Geof Huth * Telefunken: The Official Huth Rules and Cardways * 08/08/03 * 45

spot. n. 1. a pip 2. a playing card which shows numbers denoting its value; a card with a value of two through ten spot card. n. & a numbered card in a deck, two through ten, worth face value in telefunken steal the pack. n. a simple card game where players acquire others’ cards in order to accumulate the most fours-of-a-kind stock. n. & those cards not dealt out to players but left in a stack on the table for players to draw from; the as yet undealt and undrawn stack of cards; the pick-up pile strong suit. n. & a long suit of high cards with which a player can most easily build a run in telefunken or elefunken submeld. n. & an independent part of a minimum meld in telefunken or double telefunken, such as a single three-of-a-kind that is the submeld in a minimum meld of two threes-of-a-kind See also meld and minimum meld suit. n. one of the four main series in a deck of cards: spades, diamonds, clubs, hearts Erin Huth: It’s the only suit I could go in—that is the problem. {27 Dec 2000} T. abbrev. & telefunken Erin Huth’s note on a telefunken score sheet to Alexandra Huth’s final score of 54: Used one buy in T, went out as soon as went down. telefunken. n. & 1. a card game in the rummy family most similar to contract rummy, designed for two or more players and consisting of seven distinct hands (six differing of-a-kinds and one run) representing the minimum melds for each hand, the object of which game is to meld and add to other players’ melds to ensure you have the least number of points at the end of the game Geof Huth: Erin, take a look at how good these [manuscripts] look, especially the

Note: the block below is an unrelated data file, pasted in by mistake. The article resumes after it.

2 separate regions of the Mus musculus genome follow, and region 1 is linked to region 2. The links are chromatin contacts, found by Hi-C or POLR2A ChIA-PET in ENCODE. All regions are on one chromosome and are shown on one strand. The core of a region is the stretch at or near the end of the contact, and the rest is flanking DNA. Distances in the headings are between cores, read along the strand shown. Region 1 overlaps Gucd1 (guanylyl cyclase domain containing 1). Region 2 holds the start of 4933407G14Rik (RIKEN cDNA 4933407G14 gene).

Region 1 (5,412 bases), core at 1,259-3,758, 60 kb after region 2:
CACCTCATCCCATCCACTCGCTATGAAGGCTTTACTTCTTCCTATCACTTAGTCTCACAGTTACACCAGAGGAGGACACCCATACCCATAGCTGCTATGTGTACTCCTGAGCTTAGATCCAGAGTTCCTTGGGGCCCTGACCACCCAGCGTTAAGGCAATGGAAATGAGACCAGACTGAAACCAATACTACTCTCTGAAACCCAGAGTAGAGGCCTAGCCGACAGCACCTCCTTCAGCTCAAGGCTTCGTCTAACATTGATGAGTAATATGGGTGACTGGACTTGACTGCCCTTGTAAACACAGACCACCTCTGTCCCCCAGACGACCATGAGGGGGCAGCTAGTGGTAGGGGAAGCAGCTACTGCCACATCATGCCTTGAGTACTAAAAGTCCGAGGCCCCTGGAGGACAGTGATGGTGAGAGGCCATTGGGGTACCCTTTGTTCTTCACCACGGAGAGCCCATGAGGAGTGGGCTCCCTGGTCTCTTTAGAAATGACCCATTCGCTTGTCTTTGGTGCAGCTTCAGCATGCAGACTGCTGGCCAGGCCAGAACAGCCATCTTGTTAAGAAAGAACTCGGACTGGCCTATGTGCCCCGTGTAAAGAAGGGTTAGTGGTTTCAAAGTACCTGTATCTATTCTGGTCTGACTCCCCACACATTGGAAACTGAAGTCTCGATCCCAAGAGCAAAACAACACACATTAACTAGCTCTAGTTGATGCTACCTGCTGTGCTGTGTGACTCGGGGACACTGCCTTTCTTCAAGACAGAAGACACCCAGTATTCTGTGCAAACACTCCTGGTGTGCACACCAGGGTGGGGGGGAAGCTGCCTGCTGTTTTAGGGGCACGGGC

telefunken one. {3 Jan 2001}

2. the seven-card run minimum meld in the last hand of the game telefunken Also called telefunken run
Geof Huth * Telefunken: The Official Huth Rules and Cardways * 08/08/03 * 46